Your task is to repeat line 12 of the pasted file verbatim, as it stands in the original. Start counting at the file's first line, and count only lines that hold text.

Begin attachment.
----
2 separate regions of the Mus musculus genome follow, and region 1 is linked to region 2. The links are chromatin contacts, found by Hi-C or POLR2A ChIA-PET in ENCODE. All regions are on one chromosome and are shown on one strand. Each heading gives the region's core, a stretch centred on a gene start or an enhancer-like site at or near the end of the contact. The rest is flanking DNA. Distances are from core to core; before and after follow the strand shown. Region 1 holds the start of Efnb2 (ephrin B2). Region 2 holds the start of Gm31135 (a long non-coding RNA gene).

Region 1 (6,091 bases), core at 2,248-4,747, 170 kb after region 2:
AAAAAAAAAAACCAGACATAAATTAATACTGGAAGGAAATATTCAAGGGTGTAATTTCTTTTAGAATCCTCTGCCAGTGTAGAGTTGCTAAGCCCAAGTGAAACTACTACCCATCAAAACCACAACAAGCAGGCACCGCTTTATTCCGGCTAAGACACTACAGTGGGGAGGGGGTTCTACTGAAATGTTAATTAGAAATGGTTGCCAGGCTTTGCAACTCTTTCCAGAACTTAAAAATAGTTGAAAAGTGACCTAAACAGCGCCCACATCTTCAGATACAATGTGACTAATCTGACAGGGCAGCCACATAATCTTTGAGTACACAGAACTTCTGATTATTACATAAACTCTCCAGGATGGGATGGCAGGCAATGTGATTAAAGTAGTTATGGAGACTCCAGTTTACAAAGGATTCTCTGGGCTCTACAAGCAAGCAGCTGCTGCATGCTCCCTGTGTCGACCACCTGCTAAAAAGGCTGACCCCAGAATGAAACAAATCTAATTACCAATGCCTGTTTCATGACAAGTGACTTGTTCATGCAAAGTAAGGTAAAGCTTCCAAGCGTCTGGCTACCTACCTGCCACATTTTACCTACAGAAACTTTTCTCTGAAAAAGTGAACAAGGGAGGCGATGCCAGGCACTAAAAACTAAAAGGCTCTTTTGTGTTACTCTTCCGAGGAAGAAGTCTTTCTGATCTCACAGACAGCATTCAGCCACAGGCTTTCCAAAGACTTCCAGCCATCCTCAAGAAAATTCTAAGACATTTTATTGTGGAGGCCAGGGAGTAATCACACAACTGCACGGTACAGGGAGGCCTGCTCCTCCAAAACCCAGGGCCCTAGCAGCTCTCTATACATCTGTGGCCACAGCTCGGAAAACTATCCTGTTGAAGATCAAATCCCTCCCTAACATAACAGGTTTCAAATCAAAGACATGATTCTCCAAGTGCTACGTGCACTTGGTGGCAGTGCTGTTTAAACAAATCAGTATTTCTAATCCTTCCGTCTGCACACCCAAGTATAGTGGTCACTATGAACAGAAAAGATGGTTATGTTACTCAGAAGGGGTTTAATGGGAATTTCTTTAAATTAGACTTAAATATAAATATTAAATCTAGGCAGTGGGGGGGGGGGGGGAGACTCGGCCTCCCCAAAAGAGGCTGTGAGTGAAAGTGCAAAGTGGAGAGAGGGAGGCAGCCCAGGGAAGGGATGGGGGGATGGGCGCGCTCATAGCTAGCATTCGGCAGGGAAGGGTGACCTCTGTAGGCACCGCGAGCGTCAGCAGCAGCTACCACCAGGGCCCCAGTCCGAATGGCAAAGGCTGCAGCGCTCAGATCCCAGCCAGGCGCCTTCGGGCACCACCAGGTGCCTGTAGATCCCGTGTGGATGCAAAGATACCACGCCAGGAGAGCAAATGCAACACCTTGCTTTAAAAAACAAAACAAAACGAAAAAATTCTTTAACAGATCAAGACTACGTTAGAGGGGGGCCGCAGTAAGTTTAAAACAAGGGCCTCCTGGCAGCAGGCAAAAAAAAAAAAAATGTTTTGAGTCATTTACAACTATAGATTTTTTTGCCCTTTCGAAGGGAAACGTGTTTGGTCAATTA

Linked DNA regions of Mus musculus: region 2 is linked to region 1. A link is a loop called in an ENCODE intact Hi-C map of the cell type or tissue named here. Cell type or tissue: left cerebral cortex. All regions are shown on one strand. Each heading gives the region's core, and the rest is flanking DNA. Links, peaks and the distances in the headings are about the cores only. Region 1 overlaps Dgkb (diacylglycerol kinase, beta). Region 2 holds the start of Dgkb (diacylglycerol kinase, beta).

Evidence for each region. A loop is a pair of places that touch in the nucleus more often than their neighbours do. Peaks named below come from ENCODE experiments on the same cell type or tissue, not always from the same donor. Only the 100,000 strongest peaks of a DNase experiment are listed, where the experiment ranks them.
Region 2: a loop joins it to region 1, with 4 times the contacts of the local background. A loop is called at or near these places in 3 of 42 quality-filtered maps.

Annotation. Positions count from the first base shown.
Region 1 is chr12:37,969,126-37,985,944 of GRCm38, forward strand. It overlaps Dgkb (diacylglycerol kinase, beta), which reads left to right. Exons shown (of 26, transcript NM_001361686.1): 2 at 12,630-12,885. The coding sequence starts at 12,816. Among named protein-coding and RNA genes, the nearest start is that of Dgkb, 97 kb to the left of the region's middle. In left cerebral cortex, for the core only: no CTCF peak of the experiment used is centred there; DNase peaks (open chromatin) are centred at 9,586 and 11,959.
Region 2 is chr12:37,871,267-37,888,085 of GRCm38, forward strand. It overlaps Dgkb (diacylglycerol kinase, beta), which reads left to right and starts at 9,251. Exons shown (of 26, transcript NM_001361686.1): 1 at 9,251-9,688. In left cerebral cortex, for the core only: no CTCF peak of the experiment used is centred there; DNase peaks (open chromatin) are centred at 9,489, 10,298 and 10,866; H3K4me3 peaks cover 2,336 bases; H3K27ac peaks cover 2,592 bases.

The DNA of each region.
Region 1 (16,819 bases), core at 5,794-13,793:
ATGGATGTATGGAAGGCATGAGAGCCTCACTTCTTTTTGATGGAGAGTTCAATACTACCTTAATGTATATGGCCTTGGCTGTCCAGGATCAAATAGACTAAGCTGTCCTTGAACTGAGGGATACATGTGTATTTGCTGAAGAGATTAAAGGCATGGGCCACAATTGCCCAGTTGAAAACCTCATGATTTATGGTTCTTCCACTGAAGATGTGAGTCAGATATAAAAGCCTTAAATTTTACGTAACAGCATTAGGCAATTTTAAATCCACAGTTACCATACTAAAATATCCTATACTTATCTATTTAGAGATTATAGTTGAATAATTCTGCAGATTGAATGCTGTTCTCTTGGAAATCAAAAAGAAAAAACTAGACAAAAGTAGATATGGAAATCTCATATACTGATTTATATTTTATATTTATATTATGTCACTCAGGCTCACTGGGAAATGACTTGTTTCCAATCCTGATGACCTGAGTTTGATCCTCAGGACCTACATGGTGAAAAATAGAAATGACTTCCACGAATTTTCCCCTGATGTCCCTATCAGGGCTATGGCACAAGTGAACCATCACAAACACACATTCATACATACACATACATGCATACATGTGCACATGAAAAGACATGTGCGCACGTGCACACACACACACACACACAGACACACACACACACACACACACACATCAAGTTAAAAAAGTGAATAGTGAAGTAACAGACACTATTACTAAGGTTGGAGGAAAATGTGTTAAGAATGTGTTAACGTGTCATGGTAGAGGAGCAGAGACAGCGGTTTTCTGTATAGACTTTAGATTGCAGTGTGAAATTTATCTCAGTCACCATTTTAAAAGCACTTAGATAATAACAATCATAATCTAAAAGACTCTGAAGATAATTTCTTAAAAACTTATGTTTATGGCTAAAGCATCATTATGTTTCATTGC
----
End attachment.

ATGGATGTATGGAAGGCATGAGAGCCTCACTTCTTTTTGATGGAGAGTTCAATACTACCTTAATGTATATGGCCTTGGCTGTCCAGGATCAAATAGACTAAGCTGTCCTTGAACTGAGGGATACATGTGTATTTGCTGAAGAGATTAAAGGCATGGGCCACAATTGCCCAGTTGAAAACCTCATGATTTATGGTTCTTCCACTGAAGATGTGAGTCAGATATAAAAGCCTTAAATTTTACGTAACAGCATTAGGCAATTTTAAATCCACAGTTACCATACTAAAATATCCTATACTTATCTATTTAGAGATTATAGTTGAATAATTCTGCAGATTGAATGCTGTTCTCTTGGAAATCAAAAAGAAAAAACTAGACAAAAGTAGATATGGAAATCTCATATACTGATTTATATTTTATATTTATATTATGTCACTCAGGCTCACTGGGAAATGACTTGTTTCCAATCCTGATGACCTGAGTTTGATCCTCAGGACCTACATGGTGAAAAATAGAAATGACTTCCACGAATTTTCCCCTGATGTCCCTATCAGGGCTATGGCACAAGTGAACCATCACAAACACACATTCATACATACACATACATGCATACATGTGCACATGAAAAGACATGTGCGCACGTGCACACACACACACACACACAGACACACACACACACACACACACACATCAAGTTAAAAAAGTGAATAGTGAAGTAACAGACACTATTACTAAGGTTGGAGGAAAATGTGTTAAGAATGTGTTAACGTGTCATGGTAGAGGAGCAGAGACAGCGGTTTTCTGTATAGACTTTAGATTGCAGTGTGAAATTTATCTCAGTCACCATTTTAAAAGCACTTAGATAATAACAATCATAATCTAAAAGACTCTGAAGATAATTTCTTAAAAACTTATGTTTATGGCTAAAGCATCATTATGTTTCATTGC